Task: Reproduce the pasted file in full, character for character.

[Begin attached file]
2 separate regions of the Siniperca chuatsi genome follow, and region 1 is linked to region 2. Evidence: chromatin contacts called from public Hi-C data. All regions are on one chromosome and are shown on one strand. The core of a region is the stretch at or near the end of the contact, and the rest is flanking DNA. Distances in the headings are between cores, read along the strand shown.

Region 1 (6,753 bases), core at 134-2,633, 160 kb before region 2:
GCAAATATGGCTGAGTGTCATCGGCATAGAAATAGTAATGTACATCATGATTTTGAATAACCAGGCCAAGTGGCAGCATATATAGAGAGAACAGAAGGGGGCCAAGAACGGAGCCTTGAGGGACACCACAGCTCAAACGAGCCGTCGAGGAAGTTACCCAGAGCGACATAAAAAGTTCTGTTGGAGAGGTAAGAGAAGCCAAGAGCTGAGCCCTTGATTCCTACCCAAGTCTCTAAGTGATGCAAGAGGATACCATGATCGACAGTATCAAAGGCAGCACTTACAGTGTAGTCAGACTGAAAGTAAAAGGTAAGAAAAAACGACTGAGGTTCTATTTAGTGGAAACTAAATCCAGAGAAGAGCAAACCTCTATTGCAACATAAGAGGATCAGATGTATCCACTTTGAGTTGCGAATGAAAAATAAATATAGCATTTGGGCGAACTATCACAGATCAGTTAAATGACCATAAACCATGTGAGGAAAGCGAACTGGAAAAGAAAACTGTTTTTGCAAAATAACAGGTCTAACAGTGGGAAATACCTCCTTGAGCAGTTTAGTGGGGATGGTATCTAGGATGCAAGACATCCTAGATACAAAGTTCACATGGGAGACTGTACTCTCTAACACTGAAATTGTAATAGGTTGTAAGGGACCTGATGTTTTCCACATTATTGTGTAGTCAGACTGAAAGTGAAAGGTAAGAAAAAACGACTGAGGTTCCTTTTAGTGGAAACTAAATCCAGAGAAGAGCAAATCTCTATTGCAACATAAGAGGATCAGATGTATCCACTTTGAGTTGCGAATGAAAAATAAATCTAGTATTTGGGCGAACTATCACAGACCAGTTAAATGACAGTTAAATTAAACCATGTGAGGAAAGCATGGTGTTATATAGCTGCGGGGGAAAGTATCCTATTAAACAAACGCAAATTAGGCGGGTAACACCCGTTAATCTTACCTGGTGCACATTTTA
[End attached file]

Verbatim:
2 separate regions of the Siniperca chuatsi genome follow, and region 1 is linked to region 2. Evidence: chromatin contacts called from public Hi-C data. All regions are on one chromosome and are shown on one strand. The core of a region is the stretch at or near the end of the contact, and the rest is flanking DNA. Distances in the headings are between cores, read along the strand shown.

Region 1 (6,753 bases), core at 134-2,633, 160 kb before region 2:
GCAAATATGGCTGAGTGTCATCGGCATAGAAATAGTAATGTACATCATGATTTTGAATAACCAGGCCAAGTGGCAGCATATATAGAGAGAACAGAAGGGGGCCAAGAACGGAGCCTTGAGGGACACCACAGCTCAAACGAGCCGTCGAGGAAGTTACCCAGAGCGACATAAAAAGTTCTGTTGGAGAGGTAAGAGAAGCCAAGAGCTGAGCCCTTGATTCCTACCCAAGTCTCTAAGTGATGCAAGAGGATACCATGATCGACAGTATCAAAGGCAGCACTTACAGTGTAGTCAGACTGAAAGTAAAAGGTAAGAAAAAACGACTGAGGTTCTATTTAGTGGAAACTAAATCCAGAGAAGAGCAAACCTCTATTGCAACATAAGAGGATCAGATGTATCCACTTTGAGTTGCGAATGAAAAATAAATATAGCATTTGGGCGAACTATCACAGATCAGTTAAATGACCATAAACCATGTGAGGAAAGCGAACTGGAAAAGAAAACTGTTTTTGCAAAATAACAGGTCTAACAGTGGGAAATACCTCCTTGAGCAGTTTAGTGGGGATGGTATCTAGGATGCAAGACATCCTAGATACAAAGTTCACATGGGAGACTGTACTCTCTAACACTGAAATTGTAATAGGTTGTAAGGGACCTGATGTTTTCCACATTATTGTGTAGTCAGACTGAAAGTGAAAGGTAAGAAAAAACGACTGAGGTTCCTTTTAGTGGAAACTAAATCCAGAGAAGAGCAAATCTCTATTGCAACATAAGAGGATCAGATGTATCCACTTTGAGTTGCGAATGAAAAATAAATCTAGTATTTGGGCGAACTATCACAGACCAGTTAAATGACAGTTAAATTAAACCATGTGAGGAAAGCATGGTGTTATATAGCTGCGGGGGAAAGTATCCTATTAAACAAACGCAAATTAGGCGGGTAACACCCGTTAATCTTACCTGGTGCACATTTTA